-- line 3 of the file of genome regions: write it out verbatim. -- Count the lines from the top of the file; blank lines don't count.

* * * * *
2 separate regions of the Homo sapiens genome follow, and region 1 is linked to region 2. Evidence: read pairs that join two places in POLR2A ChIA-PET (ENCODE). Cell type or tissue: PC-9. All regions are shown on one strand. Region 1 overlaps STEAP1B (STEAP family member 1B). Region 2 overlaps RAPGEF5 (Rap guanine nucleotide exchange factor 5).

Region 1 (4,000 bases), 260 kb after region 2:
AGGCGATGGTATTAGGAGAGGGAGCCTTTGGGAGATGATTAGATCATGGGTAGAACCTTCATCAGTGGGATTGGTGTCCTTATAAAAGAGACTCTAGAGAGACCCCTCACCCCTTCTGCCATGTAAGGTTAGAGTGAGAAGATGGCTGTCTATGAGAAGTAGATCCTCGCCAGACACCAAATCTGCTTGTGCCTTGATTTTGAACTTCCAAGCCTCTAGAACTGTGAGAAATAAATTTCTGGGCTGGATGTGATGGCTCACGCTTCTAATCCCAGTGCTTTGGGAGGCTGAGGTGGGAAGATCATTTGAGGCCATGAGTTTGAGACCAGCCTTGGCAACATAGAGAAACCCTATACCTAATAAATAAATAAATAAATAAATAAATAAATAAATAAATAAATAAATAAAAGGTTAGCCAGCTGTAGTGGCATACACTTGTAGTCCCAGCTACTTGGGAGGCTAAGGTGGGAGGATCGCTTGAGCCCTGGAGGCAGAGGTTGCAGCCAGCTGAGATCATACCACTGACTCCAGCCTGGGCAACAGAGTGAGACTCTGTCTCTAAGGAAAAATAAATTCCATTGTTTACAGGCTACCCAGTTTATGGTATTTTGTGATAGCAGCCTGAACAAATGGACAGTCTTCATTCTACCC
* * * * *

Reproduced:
AGGCGATGGTATTAGGAGAGGGAGCCTTTGGGAGATGATTAGATCATGGGTAGAACCTTCATCAGTGGGATTGGTGTCCTTATAAAAGAGACTCTAGAGAGACCCCTCACCCCTTCTGCCATGTAAGGTTAGAGTGAGAAGATGGCTGTCTATGAGAAGTAGATCCTCGCCAGACACCAAATCTGCTTGTGCCTTGATTTTGAACTTCCAAGCCTCTAGAACTGTGAGAAATAAATTTCTGGGCTGGATGTGATGGCTCACGCTTCTAATCCCAGTGCTTTGGGAGGCTGAGGTGGGAAGATCATTTGAGGCCATGAGTTTGAGACCAGCCTTGGCAACATAGAGAAACCCTATACCTAATAAATAAATAAATAAATAAATAAATAAATAAATAAATAAATAAATAAAAGGTTAGCCAGCTGTAGTGGCATACACTTGTAGTCCCAGCTACTTGGGAGGCTAAGGTGGGAGGATCGCTTGAGCCCTGGAGGCAGAGGTTGCAGCCAGCTGAGATCATACCACTGACTCCAGCCTGGGCAACAGAGTGAGACTCTGTCTCTAAGGAAAAATAAATTCCATTGTTTACAGGCTACCCAGTTTATGGTATTTTGTGATAGCAGCCTGAACAAATGGACAGTCTTCATTCTACCC